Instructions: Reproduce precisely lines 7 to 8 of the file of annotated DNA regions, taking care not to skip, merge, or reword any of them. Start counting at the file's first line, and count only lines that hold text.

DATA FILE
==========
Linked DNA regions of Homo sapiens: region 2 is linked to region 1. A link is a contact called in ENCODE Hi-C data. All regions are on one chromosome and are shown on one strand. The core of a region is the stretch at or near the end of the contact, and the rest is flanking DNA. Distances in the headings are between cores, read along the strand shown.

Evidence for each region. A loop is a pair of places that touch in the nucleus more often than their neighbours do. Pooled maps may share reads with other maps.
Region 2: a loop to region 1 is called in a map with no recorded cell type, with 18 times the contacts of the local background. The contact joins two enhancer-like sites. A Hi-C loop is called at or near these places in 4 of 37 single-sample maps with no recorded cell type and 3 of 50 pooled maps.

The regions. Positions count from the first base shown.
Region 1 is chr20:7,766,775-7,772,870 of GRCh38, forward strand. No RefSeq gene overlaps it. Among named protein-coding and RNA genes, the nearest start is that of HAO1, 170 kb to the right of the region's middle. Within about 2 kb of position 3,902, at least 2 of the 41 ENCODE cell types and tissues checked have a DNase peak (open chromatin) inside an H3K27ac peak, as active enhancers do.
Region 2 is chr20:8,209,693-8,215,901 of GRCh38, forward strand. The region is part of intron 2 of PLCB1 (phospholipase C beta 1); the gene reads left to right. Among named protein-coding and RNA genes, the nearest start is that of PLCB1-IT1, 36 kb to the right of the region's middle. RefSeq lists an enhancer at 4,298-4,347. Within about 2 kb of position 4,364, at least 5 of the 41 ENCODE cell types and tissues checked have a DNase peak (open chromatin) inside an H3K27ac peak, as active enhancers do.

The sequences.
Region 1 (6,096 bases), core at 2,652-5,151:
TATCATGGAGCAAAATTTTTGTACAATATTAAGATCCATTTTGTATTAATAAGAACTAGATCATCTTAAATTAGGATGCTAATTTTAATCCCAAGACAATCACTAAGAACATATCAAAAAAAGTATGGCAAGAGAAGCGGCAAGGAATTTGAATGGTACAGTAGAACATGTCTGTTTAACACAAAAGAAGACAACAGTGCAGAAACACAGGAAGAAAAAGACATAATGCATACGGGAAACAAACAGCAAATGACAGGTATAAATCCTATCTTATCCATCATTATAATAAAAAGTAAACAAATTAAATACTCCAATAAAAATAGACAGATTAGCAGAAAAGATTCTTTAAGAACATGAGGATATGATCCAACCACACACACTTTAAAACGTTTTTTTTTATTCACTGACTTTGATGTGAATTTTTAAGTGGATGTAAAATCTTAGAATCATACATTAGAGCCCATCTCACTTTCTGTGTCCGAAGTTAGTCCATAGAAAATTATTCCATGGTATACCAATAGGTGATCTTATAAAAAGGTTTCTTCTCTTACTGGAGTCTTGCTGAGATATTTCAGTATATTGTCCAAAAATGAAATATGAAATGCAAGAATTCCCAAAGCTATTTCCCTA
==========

The sequences.
Region 1 (6,096 bases), core at 2,652-5,151: